So we are all familiar with taxes. Has anyone ever met a voluntary tax? Anyone? Ever? I sure haven’t, and yet, this is the reasoning that the Office of Law is giving to the Administration to keep The Adequate Public Facilities Ordinance (APFO), BIG, GIANT DEAL, out of local legislation for possibly an entire year.
APFO places regulations on development in an effort to phase growth to keep up with infrastructure and County services availability to an ever-increasing population. This ordinance had not been reviewed in over 10 years, so County Executive Allan Kittleman appointed a task force to review it and make recommendations for an update.
I was honored to have sat on that task force which met for a very long time, over 20 lengthy and difficult meetings. We came up with some compromises between slow growth advocates, developers, and other community interests. These were hard-won, and the most important of which, I believe, was lowering the percentage by which a school is considered "closed" to new development occurring, from the present 115%, to a new limit of 110%. This halt continues until school capacity is lowered down below the cap, or 4 years goes by, whichever comes first. Yes, I wish it were longer.
The most important aspect of the trade-off in getting that 110% capacity decreased number, was to allow developers to voluntarily pay a higher school surcharge, in doubled and tripled amounts from the current figures, to move forward a bit faster. I think it was a good deal, and the best the slow growth advocates could have possibly achieved.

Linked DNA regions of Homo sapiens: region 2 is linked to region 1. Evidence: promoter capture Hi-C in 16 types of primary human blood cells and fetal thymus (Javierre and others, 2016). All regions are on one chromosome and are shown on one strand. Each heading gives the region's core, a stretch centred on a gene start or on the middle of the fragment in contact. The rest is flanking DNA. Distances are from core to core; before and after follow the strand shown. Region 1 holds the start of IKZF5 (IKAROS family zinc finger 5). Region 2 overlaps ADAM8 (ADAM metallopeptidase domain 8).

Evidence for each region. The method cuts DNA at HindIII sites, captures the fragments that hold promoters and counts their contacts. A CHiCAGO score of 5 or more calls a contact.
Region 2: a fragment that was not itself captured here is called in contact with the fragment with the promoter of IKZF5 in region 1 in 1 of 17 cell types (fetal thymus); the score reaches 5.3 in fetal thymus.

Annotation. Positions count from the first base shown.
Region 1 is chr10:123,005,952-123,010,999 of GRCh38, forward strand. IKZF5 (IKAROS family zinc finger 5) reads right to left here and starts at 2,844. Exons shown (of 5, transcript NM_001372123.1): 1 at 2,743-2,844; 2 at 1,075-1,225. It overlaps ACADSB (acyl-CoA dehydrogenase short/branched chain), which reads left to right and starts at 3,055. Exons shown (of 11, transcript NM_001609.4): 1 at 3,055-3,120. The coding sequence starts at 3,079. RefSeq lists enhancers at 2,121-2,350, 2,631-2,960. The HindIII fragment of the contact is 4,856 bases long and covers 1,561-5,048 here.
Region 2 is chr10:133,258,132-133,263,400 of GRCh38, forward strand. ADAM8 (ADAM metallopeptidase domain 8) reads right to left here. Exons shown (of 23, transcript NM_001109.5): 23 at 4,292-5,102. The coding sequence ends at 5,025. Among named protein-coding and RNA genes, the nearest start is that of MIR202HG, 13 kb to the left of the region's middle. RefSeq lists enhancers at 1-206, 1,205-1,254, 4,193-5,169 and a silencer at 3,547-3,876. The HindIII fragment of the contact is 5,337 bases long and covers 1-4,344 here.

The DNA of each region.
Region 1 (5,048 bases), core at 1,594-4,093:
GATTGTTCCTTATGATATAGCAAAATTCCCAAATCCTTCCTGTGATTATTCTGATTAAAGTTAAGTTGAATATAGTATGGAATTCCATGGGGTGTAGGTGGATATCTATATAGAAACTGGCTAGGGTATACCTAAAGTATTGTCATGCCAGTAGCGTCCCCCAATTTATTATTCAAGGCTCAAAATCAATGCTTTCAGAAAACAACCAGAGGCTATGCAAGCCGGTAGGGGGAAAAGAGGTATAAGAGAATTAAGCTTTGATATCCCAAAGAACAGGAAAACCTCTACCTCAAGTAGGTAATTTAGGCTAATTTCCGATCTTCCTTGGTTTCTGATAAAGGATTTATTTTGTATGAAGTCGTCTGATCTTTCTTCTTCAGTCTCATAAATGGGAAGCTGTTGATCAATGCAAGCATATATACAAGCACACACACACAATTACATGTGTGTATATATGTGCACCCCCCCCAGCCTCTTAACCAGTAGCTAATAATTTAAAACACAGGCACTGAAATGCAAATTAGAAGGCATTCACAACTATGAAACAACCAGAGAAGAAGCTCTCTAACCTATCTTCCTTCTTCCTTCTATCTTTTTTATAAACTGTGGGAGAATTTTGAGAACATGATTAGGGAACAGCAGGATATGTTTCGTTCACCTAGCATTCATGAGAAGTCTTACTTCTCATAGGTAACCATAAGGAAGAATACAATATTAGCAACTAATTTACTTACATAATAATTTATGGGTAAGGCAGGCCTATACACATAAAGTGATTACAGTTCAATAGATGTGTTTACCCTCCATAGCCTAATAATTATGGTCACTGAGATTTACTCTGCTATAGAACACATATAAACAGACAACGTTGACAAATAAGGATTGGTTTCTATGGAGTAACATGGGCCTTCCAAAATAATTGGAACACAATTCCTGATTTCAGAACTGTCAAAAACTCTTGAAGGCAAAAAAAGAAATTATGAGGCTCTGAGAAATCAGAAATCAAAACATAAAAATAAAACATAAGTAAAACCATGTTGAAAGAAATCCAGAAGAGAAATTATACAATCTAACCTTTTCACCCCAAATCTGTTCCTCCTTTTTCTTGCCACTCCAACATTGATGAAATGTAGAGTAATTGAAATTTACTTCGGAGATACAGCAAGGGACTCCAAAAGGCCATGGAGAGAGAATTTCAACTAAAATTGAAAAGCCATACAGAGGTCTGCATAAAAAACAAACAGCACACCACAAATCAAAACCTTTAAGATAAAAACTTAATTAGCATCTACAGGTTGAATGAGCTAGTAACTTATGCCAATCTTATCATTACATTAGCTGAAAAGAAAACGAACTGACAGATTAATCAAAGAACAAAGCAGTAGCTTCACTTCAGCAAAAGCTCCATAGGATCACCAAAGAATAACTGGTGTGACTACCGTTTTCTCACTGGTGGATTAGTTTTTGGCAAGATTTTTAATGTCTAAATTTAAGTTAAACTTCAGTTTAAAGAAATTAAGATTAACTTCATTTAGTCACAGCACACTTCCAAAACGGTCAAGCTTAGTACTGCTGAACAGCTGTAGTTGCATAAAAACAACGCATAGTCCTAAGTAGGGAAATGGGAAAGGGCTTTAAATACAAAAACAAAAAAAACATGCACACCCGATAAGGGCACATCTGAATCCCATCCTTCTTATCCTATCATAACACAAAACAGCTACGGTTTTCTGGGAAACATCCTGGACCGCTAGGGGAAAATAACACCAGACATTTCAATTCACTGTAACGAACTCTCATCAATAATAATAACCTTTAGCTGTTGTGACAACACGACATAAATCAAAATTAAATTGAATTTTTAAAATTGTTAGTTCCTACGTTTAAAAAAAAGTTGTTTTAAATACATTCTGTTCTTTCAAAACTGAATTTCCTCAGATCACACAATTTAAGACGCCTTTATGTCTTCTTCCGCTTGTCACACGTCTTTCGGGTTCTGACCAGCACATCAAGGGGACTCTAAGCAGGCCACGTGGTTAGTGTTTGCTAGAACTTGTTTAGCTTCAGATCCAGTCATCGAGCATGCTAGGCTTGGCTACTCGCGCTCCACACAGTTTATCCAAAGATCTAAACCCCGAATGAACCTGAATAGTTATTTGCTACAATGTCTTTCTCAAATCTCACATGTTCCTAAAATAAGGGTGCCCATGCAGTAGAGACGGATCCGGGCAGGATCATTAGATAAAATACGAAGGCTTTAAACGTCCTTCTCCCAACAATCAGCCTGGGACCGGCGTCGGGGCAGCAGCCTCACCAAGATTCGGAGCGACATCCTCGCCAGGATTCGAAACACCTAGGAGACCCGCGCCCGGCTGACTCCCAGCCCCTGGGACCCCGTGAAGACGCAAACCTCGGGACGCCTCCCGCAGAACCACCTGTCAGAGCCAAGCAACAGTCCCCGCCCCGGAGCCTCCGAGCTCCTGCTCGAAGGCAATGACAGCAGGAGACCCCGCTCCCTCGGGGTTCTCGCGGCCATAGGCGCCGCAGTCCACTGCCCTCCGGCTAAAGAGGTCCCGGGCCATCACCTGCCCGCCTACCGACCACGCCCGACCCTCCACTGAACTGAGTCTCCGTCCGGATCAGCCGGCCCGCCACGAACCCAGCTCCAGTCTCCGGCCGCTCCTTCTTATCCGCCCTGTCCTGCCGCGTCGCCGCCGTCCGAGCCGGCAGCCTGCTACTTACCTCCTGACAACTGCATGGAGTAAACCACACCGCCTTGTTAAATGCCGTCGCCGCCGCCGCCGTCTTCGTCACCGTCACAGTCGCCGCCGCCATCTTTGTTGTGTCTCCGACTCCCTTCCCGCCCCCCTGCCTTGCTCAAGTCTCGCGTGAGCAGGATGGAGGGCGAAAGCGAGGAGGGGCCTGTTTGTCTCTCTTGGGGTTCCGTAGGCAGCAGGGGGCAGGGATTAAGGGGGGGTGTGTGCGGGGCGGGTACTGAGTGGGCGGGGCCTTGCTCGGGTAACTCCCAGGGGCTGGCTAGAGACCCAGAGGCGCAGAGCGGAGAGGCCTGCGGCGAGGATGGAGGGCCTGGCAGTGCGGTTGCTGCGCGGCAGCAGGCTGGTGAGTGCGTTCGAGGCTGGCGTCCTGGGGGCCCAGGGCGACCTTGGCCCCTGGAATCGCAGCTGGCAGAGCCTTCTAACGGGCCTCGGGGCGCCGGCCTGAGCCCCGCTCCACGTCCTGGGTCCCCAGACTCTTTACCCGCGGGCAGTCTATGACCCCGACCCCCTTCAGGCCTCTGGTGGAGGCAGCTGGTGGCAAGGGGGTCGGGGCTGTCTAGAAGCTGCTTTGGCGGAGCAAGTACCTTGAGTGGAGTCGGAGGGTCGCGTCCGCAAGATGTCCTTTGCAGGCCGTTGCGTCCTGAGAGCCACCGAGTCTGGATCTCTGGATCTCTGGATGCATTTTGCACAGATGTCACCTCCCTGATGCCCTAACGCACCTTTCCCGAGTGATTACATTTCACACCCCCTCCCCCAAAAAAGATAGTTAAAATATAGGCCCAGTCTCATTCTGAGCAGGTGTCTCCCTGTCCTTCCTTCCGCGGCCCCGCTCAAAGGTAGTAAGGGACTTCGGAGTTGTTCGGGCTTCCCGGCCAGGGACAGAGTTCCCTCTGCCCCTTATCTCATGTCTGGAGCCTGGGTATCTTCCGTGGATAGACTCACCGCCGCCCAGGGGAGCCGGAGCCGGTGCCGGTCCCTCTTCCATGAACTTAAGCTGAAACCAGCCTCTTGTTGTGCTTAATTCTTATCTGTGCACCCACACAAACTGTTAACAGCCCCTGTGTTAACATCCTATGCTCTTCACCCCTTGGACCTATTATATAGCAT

Some believe the legislating of the surcharge increase is under the jurisdiction of the State of MD, and thus has to be authorized by the General Assembly. I wildly disagree with this notion. Even so, the need was expressed to the Howard County Delegation during THIS session and the Administration was told it was too late, even though other bills were introduced and hearings held after that time. The Office of Law has opined that this part of the APFO "grand trade-off" must be done by the State, because it is a tax. This is way too conservative a viewpoint, and should NOT hold up local legislation from enabling the deal. Does anyone really believe a developer will sue because he or she "has" to pay a voluntary fee?
The County has, over the years, made deals with developers to require an amenity or provision/payment in order to get a needed plan item approved. The fact that this surcharge is VOLUNTARY, and the only relevance to a TAX is that the amount of the voluntary surcharge overage is based on a factor of the tax, does not MAKE it a tax. I cannot believe the Office of Law cannot come up with the right semantics to MAKE THIS WORK. I simply don't believe it isn't possible to keep this deal, the 110% reduction and surcharge revamp, in our local jurisdiction and get it done, NOW.
If you want to weigh in on this then email the Council and County Executive and let them know you have never met a voluntary tax, and don't see why APFO legislation, including the 110% deal, should not be enacted immediately. I am very hopeful that the County Executive and the Council will agree with this analysis and get the Office of Law working on a proper fix to implement. We’ve waited long enough.